A decade after death, Solzhenitsyn draws a blank with young Russians
A decade after the hugely influential author's death, some young Russians admit to only a passing knowledge of Russian dissident writer Alexander Solzhenitsyn, who won a Nobel Prize for chronicling the horrors of the Soviet Gulag.
"Solzhenitsyn was a dissident, someone who opposed the Soviet regime and he was a great writer," summed up Alexander Polyakovsky, 23, who is studying international relations.
He admits he has not read any of the author's books.
"They talked about him a bit when I was at high school, during the Russian literature lessons, but I don't remember too much," he added.
Rather than hearing about Solzhenitsyn from teachers, "it was my mother who explained to me that he was one of the greatest writers of the 20th century," Polyakovsky said.
By contrast, his mother Yelena emotionally described how she discovered one of Solzhenitsyn's works hidden among the family's books during the Soviet era.
"I was a teenager and my parents drilled it into me that I mustn't tell anyone we had the book at home. It was a forbidden fruit," she said.
"It was such a different era that it's hard for my son to imagine it," she added, explaining his lack of interest.
Solzhenitsyn, who died on August 3, 2008 at the age of 89, shot to fame in the USSR with his 1962 novella that was the first in Soviet literature to describe everyday life in a prison camp, "One Day in the Life of Ivan Denisovich."
It was based on his own experiences of seven years of imprisonment for criticising Stalin.
Solzhenitsyn's most widely read book, "The Gulag Archipelago," a lengthy chronicle of the workings of Soviet terror, sold millions of copies after being smuggled out and published in Paris in 1973.
Solzhenitsyn was expelled by the Soviet authorities soon after and spent 20 years in exile in the United States before returning in triumph to Russia in 1994.
Alexander Altunyan, who teaches journalism at Moscow's International University, also notes the younger generation has little interest in Solzhenitsyn's weighty historic tomes and grimly realist novels such as "Cancer Ward."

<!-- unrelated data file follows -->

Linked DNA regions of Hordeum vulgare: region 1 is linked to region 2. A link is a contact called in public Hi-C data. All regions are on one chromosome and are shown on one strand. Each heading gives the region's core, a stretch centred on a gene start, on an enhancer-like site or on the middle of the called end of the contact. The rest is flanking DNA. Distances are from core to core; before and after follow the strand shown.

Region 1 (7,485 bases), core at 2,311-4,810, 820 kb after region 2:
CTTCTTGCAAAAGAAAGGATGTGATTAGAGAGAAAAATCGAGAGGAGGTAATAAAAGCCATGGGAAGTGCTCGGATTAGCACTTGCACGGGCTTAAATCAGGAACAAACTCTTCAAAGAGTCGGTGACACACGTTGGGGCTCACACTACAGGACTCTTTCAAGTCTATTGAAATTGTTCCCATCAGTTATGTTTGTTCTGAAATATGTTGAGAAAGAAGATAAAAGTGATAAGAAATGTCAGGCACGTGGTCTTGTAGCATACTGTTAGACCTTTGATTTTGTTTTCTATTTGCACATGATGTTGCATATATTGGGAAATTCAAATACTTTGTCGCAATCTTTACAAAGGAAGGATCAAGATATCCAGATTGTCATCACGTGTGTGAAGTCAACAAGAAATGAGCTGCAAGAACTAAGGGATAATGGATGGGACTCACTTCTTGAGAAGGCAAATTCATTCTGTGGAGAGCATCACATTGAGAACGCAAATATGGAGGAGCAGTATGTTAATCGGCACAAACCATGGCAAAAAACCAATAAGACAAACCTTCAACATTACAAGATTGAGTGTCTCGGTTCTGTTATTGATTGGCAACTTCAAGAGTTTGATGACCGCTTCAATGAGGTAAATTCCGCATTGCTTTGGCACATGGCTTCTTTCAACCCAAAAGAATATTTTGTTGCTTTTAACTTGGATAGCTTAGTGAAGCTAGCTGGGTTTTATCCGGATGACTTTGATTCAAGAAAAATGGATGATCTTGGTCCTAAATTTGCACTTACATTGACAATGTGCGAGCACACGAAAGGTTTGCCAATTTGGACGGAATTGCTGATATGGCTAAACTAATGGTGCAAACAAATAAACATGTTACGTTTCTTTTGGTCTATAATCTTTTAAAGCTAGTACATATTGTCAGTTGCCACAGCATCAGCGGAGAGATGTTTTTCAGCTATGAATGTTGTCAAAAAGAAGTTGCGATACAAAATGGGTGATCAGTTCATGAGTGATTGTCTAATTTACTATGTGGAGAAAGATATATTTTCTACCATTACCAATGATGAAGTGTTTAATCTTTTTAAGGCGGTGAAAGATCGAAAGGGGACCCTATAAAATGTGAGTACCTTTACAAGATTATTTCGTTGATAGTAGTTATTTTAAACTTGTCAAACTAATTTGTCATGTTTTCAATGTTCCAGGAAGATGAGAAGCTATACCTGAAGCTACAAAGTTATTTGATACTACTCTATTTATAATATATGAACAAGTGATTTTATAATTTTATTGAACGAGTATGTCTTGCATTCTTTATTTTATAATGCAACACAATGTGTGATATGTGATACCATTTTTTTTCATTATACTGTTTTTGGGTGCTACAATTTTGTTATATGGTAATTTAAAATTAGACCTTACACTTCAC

"Out a class of 30 students, no more than two or three will have read a book by Solzhenitsyn. Most of them don't know a thing about him."
'We need to read him'
School teachers say they have to choose which books on the curriculum to focus on in literature lessons and some get the bare minimum of class time.
Yet some do focus on Solzhenitsyn, saying his moral and political views are still relevant.
"We really do need to read Solzhenitsyn today as there are more and more attempts to deny Stalin-era repressions, when some people say nothing terrible happened in that era," said Olga Mayevskaya, a teacher of Russian language and literature.
She said she spends several lessons on books by Solzhenitsyn including "One Day in the Life of Ivan Denisovich" and "Gulag Archipelago."
"I quote the most powerful passages of Gulag Archipelago to my students," she said.
"What's unbelievable is that they are not told about this in history lessons. This is the history of our country. They have to know it so it does not happen again."
Russia in recent years has seen a strong tendency to present Stalin in a positive light, while officials downplay the repressions and forced collectivisation that killed millions.
Nevertheless, Solzhenitsyn remains a touchstone to many Russians.
A poll last year by state pollster VTsIOM on Russians' "idols" from the 20th century put Solzhenitsyn fifth, behind such figures as cosmonaut Yuri Gagarin and World War II commander Georgy Zhukov.
President Vladimir Putin, who has quoted Solzhenitsyn in speeches, has ordered official celebrations for the centenary of the writer's birth in December.
A statue of Solzhenitsyn is due to be put up on a Moscow street that bears his name.
Putin handed Solzhenitsyn a state prize a year before his death. Increasingly nationalist and conservative in later years, Solzhenitsyn backed Putin's course.
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